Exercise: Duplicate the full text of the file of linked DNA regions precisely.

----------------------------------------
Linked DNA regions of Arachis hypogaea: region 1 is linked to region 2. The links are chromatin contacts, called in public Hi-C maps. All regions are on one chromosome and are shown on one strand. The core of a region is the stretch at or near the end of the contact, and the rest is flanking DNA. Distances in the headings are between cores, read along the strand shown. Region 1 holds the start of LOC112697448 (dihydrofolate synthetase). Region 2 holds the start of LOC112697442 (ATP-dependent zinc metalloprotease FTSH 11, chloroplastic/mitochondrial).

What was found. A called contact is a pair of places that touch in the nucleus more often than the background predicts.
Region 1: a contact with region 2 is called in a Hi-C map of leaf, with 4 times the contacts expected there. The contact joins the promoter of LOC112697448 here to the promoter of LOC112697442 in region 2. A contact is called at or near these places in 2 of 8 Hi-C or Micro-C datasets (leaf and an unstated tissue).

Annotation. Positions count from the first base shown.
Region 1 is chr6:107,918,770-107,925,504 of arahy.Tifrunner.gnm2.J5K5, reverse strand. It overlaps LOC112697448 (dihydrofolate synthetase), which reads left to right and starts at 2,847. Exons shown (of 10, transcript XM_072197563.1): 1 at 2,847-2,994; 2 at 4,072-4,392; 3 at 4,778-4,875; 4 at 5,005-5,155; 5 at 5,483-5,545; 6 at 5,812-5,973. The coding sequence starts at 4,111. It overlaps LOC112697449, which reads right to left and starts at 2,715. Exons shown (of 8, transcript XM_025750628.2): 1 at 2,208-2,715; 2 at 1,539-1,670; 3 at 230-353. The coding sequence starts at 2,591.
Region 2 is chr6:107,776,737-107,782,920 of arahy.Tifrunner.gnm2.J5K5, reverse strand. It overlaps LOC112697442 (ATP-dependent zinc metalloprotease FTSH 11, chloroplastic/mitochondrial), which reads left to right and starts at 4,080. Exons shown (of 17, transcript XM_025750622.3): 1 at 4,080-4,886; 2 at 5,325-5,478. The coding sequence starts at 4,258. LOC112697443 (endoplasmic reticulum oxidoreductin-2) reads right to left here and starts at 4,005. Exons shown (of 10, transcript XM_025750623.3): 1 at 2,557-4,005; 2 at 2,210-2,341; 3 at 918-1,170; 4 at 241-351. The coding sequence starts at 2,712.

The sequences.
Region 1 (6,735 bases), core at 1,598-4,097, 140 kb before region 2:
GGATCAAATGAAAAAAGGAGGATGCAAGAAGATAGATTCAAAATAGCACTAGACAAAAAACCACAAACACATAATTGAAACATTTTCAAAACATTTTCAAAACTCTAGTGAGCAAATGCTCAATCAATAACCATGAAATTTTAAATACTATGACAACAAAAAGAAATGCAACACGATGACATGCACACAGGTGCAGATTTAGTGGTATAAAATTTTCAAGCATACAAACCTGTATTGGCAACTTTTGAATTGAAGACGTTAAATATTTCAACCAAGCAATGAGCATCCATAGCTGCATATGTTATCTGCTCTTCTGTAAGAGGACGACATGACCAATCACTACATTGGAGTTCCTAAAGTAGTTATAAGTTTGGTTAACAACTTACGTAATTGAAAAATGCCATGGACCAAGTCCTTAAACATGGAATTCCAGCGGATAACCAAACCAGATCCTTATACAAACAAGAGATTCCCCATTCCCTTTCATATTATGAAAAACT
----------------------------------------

Linked DNA regions of Arachis hypogaea: region 1 is linked to region 2. The links are chromatin contacts, called in public Hi-C maps. All regions are on one chromosome and are shown on one strand. The core of a region is the stretch at or near the end of the contact, and the rest is flanking DNA. Distances in the headings are between cores, read along the strand shown. Region 1 holds the start of LOC112697448 (dihydrofolate synthetase). Region 2 holds the start of LOC112697442 (ATP-dependent zinc metalloprotease FTSH 11, chloroplastic/mitochondrial).

What was found. A called contact is a pair of places that touch in the nucleus more often than the background predicts.
Region 1: a contact with region 2 is called in a Hi-C map of leaf, with 4 times the contacts expected there. The contact joins the promoter of LOC112697448 here to the promoter of LOC112697442 in region 2. A contact is called at or near these places in 2 of 8 Hi-C or Micro-C datasets (leaf and an unstated tissue).

Annotation. Positions count from the first base shown.
Region 1 is chr6:107,918,770-107,925,504 of arahy.Tifrunner.gnm2.J5K5, reverse strand. It overlaps LOC112697448 (dihydrofolate synthetase), which reads left to right and starts at 2,847. Exons shown (of 10, transcript XM_072197563.1): 1 at 2,847-2,994; 2 at 4,072-4,392; 3 at 4,778-4,875; 4 at 5,005-5,155; 5 at 5,483-5,545; 6 at 5,812-5,973. The coding sequence starts at 4,111. It overlaps LOC112697449, which reads right to left and starts at 2,715. Exons shown (of 8, transcript XM_025750628.2): 1 at 2,208-2,715; 2 at 1,539-1,670; 3 at 230-353. The coding sequence starts at 2,591.
Region 2 is chr6:107,776,737-107,782,920 of arahy.Tifrunner.gnm2.J5K5, reverse strand. It overlaps LOC112697442 (ATP-dependent zinc metalloprotease FTSH 11, chloroplastic/mitochondrial), which reads left to right and starts at 4,080. Exons shown (of 17, transcript XM_025750622.3): 1 at 4,080-4,886; 2 at 5,325-5,478. The coding sequence starts at 4,258. LOC112697443 (endoplasmic reticulum oxidoreductin-2) reads right to left here and starts at 4,005. Exons shown (of 10, transcript XM_025750623.3): 1 at 2,557-4,005; 2 at 2,210-2,341; 3 at 918-1,170; 4 at 241-351. The coding sequence starts at 2,712.

The sequences.
Region 1 (6,735 bases), core at 1,598-4,097, 140 kb before region 2:
GGATCAAATGAAAAAAGGAGGATGCAAGAAGATAGATTCAAAATAGCACTAGACAAAAAACCACAAACACATAATTGAAACATTTTCAAAACATTTTCAAAACTCTAGTGAGCAAATGCTCAATCAATAACCATGAAATTTTAAATACTATGACAACAAAAAGAAATGCAACACGATGACATGCACACAGGTGCAGATTTAGTGGTATAAAATTTTCAAGCATACAAACCTGTATTGGCAACTTTTGAATTGAAGACGTTAAATATTTCAACCAAGCAATGAGCATCCATAGCTGCATATGTTATCTGCTCTTCTGTAAGAGGACGACATGACCAATCACTACATTGGAGTTCCTAAAGTAGTTATAAGTTTGGTTAACAACTTACGTAATTGAAAAATGCCATGGACCAAGTCCTTAAACATGGAATTCCAGCGGATAACCAAACCAGATCCTTATACAAACAAGAGATTCCCCATTCCCTTTCATATTATGAAAAACT